Wastewater reuse for agricultural irrigation still raises important public health issues regarding its safety, due to the increasing presence of emerging contaminants, such as antibiotic resistant bacteria and genes, in the treated effluents. In this paper, the potential for a commercial Desal 5 DK nanofiltration membrane to be used as a tertiary treatment in the wastewater treatment plants for a more effective elimination of these pollutants from the produced effluents was assessed on laboratory scale, using a stainless steel cross-flow cell. The obtained results showed high concentrations of total bacteria and target carbapenem and (fluoro)quinolone resistance genes (blaKPC, blaOXA-48, blaNDM, blaIMP, blaVIM, qnrA, qnrB and qnrS) not only in the discharged, but also in the reused, effluent samples, which suggests that their use may not be entirely safe. Nevertheless, the applied nanofiltration treatment achieved removal rates superior to 98% for the total bacteria and 99.99% for all the target resistance genes present in both DNA and extracellular DNA fractions, with no significant differences for these microbiological parameters between the nanofiltered and the control tap water samples. Although additional studies are still needed to fully optimize the entire process, the use of nanofiltration membranes seems to be a promising solution to substantially increase the quality of the treated wastewater effluents.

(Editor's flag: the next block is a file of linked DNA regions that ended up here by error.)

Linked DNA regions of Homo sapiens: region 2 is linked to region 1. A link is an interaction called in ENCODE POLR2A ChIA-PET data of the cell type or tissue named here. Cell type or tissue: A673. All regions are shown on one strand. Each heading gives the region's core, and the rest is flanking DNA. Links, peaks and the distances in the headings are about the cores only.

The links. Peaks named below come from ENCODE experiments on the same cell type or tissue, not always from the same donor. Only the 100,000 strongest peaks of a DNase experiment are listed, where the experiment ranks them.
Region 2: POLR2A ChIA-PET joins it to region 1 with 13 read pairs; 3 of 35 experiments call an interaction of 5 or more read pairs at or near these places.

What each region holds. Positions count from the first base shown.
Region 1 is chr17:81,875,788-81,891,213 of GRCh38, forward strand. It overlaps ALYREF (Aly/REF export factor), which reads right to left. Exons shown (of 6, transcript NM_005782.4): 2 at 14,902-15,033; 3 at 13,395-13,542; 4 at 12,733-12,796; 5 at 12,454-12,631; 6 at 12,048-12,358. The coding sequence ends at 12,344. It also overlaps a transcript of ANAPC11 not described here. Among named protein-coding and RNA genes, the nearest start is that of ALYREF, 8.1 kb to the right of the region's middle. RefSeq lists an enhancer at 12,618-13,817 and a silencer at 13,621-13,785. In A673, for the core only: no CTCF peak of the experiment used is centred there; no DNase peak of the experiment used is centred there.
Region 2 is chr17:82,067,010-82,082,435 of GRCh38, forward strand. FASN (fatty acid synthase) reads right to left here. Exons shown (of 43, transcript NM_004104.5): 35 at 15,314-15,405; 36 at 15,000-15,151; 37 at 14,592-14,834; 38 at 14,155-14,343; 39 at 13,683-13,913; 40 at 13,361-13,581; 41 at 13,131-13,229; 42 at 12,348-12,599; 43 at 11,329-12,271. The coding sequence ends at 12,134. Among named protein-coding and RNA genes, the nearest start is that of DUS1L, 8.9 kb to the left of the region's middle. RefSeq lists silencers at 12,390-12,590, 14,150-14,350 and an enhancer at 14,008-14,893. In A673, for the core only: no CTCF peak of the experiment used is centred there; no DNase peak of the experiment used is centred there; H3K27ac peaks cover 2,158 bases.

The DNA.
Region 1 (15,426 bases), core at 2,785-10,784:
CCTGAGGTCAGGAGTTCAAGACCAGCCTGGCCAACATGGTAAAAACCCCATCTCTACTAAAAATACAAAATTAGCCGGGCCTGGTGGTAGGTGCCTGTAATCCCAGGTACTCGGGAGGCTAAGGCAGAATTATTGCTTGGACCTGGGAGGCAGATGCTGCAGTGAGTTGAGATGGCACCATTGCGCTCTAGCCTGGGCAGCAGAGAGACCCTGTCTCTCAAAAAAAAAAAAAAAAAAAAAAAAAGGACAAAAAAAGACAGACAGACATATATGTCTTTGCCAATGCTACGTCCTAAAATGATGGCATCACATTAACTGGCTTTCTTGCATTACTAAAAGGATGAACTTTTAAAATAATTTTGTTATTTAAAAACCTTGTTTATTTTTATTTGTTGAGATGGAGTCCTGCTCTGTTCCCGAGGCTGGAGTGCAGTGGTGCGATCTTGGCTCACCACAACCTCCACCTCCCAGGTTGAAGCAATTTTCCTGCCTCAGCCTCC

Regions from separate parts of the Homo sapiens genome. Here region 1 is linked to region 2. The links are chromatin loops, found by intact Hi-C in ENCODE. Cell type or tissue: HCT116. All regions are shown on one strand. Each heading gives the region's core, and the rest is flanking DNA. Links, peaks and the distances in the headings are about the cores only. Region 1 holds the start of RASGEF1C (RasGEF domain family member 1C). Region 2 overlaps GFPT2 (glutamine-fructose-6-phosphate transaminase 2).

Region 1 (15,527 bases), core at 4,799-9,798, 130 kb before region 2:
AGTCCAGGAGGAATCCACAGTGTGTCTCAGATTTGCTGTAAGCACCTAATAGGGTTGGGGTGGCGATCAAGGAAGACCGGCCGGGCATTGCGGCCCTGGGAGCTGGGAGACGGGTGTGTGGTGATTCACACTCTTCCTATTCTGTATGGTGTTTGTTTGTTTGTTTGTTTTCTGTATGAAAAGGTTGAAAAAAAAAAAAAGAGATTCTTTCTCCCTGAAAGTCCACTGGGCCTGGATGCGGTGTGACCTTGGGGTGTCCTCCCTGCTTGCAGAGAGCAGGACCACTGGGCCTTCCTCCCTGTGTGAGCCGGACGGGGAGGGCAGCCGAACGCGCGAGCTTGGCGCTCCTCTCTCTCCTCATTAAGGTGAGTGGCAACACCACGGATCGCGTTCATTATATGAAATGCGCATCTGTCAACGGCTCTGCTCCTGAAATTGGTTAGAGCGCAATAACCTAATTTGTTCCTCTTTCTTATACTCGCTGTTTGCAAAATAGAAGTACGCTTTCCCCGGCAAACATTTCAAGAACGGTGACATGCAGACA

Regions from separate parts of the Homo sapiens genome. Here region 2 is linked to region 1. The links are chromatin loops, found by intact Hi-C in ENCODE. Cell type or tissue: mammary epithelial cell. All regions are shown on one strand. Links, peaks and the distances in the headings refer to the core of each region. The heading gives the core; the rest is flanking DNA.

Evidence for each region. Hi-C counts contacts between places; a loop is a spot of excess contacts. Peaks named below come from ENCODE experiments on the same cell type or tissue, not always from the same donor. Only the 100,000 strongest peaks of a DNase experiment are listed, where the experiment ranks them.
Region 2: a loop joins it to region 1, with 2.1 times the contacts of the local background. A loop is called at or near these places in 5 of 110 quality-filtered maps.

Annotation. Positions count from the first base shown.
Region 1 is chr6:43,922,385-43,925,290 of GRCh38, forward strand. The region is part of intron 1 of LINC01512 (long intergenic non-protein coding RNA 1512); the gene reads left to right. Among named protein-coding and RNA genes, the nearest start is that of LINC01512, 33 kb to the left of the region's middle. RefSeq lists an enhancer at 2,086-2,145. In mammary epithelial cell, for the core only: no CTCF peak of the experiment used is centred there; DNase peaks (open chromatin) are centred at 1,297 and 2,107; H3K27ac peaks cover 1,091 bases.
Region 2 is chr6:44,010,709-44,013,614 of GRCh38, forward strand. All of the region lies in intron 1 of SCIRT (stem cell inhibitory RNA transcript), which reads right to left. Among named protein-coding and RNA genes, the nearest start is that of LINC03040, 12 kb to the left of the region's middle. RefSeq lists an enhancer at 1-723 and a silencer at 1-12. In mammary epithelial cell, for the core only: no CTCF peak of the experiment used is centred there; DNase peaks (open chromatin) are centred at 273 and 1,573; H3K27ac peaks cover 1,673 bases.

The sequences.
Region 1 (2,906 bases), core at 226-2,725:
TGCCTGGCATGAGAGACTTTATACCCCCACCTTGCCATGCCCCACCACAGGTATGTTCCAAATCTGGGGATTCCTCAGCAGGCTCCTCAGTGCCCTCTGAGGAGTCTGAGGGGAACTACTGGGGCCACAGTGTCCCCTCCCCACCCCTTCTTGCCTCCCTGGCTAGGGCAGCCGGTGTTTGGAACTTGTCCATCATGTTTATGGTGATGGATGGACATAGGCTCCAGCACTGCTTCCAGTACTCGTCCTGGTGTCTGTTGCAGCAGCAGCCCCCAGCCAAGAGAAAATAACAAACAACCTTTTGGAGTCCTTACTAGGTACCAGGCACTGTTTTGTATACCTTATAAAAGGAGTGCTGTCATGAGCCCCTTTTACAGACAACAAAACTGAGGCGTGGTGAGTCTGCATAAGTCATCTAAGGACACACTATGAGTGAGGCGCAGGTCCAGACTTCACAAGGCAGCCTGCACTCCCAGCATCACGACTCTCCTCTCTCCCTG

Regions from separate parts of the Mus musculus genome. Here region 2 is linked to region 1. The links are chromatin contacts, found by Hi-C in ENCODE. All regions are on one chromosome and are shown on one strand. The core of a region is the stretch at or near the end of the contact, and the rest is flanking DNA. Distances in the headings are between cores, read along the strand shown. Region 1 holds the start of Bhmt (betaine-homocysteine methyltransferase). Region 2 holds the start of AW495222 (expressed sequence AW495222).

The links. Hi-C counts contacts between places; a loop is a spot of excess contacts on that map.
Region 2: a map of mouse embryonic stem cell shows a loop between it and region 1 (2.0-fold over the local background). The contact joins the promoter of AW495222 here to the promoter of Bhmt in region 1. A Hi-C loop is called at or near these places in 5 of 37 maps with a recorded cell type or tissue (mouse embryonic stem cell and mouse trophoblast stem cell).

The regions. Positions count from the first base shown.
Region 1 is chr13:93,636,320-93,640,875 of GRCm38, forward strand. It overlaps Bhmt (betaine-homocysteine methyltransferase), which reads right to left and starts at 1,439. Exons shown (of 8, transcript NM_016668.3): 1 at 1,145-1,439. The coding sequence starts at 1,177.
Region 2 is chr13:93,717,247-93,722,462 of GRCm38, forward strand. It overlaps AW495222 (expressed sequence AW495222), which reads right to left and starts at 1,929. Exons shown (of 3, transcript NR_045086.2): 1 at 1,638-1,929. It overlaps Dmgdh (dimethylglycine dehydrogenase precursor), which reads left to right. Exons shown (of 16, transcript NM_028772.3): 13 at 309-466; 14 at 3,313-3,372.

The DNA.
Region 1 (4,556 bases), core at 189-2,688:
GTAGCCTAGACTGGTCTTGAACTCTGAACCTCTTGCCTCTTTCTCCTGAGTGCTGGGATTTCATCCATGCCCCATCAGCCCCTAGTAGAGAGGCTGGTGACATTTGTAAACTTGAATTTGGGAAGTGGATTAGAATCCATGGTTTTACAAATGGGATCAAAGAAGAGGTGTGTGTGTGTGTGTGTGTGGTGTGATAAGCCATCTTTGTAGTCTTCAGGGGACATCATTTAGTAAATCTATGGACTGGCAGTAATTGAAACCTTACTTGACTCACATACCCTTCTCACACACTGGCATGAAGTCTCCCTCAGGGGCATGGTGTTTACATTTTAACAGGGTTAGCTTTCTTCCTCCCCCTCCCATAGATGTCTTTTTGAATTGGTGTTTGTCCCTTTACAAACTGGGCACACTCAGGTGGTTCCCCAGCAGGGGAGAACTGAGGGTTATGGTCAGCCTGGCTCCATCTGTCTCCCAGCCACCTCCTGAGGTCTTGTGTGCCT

- antibiotic resistance
- carbapenem and (fluoro)quinolone resistance
- tertiary wastewater treatments
- wastewater reuse